Warwick Manufacturing Group
|Director||Professor Lord (Kumar) Bhattacharyya (1980–2019)|
|Campus||Semi-rural (University of Warwick)|
The Warwick Manufacturing Group (today known as WMG) is an academic department at the University of Warwick, providing research, education and knowledge transfer in engineering, manufacturing and technology. The group provides taught and research degrees for postgraduate students at the University of Warwick campus in England, and at overseas centres in China, India, Singapore, Malaysia, Cyprus, Russia and Thailand.
The Warwick Manufacturing Group was founded in 1980 by Kumar Bhattacharyya to support the reinvigoration of UK manufacturing through research and knowledge transfer (Bhattacharyya, made a life peer in 2004, became chairman of WMG). Its first venture was a part-time master's degree for senior industry staff; this considered technology and management as a unified whole, with modules taught at a purpose-built residential centre. While the course was initially criticised by academics, it proved popular with industry and companies began to send staff to WMG in greater numbers.
Bhattacharyya then decided to provide industry-related research services too, convincing the university to loan money for a centre where academics could collaborate with industrialists on the development of new products for the aerospace and automotive industries. The advanced technology centre was officially opened on 8 January 1990 by Margaret Thatcher and its success (and the income generated) allowed WMG to build two further buildings to enable expansion into other areas, including healthcare, construction, pharmaceuticals, mining, information technology and food and drink where learning from the manufacturing industry could be applied to similar processes and services.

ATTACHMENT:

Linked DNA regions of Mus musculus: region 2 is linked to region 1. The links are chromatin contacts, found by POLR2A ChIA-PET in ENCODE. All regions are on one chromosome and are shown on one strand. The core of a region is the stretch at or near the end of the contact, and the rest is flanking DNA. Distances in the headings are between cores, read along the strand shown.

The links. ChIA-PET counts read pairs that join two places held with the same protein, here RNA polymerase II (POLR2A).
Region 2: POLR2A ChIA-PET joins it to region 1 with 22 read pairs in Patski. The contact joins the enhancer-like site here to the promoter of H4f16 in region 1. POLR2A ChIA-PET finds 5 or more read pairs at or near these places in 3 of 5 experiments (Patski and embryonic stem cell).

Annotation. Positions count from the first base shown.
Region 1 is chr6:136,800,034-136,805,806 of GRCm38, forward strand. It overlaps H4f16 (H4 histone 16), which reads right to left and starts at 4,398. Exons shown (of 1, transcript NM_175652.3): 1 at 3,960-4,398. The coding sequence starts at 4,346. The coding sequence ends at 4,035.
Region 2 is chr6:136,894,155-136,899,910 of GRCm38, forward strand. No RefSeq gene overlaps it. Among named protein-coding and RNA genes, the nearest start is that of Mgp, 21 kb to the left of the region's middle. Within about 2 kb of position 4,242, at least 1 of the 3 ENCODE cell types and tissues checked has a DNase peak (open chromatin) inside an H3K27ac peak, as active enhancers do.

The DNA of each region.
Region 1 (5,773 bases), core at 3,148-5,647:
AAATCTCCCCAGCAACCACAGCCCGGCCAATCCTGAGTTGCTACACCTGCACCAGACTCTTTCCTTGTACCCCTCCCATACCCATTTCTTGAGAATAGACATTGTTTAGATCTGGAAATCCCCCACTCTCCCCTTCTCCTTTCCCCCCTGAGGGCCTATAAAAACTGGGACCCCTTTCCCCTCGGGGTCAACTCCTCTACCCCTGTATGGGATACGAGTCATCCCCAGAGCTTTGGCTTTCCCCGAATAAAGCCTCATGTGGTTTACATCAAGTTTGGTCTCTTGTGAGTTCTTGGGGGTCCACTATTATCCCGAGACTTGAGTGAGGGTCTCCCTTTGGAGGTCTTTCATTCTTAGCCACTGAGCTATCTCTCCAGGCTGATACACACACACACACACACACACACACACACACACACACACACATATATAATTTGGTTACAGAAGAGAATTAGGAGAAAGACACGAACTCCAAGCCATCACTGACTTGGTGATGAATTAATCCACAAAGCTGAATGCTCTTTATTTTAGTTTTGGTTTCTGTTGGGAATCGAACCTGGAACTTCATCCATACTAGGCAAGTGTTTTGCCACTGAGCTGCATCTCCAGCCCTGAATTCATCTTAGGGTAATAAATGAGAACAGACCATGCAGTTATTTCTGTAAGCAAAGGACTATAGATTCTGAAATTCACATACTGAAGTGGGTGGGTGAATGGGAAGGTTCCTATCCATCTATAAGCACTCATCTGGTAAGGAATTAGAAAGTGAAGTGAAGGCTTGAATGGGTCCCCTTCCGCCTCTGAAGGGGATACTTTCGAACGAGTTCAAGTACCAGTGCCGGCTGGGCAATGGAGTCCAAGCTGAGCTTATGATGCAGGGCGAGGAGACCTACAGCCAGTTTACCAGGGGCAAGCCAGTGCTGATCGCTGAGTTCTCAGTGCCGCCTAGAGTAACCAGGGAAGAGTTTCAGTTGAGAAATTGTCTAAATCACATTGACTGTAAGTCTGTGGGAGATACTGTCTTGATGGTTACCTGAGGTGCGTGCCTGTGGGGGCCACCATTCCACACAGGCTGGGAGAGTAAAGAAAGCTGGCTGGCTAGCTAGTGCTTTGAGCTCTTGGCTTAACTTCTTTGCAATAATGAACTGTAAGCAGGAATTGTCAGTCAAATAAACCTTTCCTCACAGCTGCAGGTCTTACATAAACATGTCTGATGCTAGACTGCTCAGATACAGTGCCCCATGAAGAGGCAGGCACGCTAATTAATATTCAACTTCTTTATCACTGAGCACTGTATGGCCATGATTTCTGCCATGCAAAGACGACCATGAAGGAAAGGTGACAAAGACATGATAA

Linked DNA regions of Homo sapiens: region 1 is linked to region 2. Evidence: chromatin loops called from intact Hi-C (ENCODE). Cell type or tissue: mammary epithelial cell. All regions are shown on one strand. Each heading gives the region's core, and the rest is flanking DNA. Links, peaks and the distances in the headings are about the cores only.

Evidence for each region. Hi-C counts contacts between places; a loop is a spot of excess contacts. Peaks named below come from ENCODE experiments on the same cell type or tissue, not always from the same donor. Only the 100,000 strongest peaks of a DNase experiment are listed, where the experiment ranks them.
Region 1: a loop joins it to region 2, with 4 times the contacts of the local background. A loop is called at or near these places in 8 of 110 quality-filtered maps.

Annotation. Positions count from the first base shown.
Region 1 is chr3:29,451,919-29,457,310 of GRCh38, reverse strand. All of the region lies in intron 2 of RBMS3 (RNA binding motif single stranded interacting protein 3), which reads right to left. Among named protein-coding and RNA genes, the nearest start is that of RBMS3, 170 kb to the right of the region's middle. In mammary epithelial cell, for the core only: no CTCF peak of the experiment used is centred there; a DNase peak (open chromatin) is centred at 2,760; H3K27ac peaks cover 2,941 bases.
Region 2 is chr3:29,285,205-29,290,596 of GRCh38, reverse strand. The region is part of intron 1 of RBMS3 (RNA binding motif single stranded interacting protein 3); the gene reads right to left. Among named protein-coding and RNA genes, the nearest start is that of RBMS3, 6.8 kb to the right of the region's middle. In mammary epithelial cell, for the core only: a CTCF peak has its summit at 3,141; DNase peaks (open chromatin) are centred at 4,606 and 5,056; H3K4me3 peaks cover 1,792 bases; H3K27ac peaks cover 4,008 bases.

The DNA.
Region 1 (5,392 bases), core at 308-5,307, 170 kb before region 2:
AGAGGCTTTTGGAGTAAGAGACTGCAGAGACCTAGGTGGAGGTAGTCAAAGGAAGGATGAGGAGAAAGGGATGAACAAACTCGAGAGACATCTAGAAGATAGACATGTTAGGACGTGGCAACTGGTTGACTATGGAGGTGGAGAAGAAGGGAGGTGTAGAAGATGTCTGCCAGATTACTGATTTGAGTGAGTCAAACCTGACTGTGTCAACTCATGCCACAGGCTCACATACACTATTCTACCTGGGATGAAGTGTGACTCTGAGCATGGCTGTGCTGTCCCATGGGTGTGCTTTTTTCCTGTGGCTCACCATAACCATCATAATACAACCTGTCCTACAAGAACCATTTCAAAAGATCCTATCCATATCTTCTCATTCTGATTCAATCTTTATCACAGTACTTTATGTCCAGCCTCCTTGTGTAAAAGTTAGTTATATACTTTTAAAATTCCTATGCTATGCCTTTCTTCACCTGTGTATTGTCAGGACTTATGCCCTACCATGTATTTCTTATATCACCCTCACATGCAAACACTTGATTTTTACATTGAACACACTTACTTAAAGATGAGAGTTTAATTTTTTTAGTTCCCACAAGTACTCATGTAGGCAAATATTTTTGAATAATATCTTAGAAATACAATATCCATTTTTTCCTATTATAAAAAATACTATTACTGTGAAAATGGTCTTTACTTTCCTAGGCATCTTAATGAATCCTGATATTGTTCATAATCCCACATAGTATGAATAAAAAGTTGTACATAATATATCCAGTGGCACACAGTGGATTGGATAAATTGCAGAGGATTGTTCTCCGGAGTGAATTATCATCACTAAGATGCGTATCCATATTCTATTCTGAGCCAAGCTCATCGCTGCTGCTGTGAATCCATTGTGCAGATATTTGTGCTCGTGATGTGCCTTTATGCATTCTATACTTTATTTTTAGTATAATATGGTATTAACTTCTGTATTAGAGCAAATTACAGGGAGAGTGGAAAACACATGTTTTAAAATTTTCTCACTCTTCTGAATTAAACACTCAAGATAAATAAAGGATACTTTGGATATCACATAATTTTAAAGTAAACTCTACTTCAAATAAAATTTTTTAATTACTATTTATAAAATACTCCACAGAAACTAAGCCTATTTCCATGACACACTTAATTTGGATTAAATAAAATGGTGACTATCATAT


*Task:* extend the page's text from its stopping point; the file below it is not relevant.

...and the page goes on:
This success has led several subsequent British Prime Ministers to visit WMG to demonstrate their support for WMGs innovation and applied research. Tony Blair visited WMG during the 1997  and 2001 Election Campaigns. Gordon Brown laid the foundation stone of WMG's Digital Laboratory shortly before becoming Prime Minister  and stated that "WMG’s work is based on very strong collaboration with industry and provides a prime example of how the knowledge created in our universities can be transferred to make a difference in the real world".
Theresa May and her Chancellor Philip Hammond visited WMG together in 2016. May's visit was later credited with inspiring the Prime Minister to support a British Industrial strategy by the Business Secretary, Greg Clark. Clark stated that "Kumar (Lord Bhattacharyya, chairman of WMG) created this, all those connections, all of those links between education and jobs and technology. During all the time I’ve known Lord Bhattacharyya he’s been a big champion for the West Midlands. One of Theresa May’s first visits as Prime Minister was here and she saw for herself what is possible. As a result, I think the industrial strategy has taken such a prominent position in the post-Brexit plan".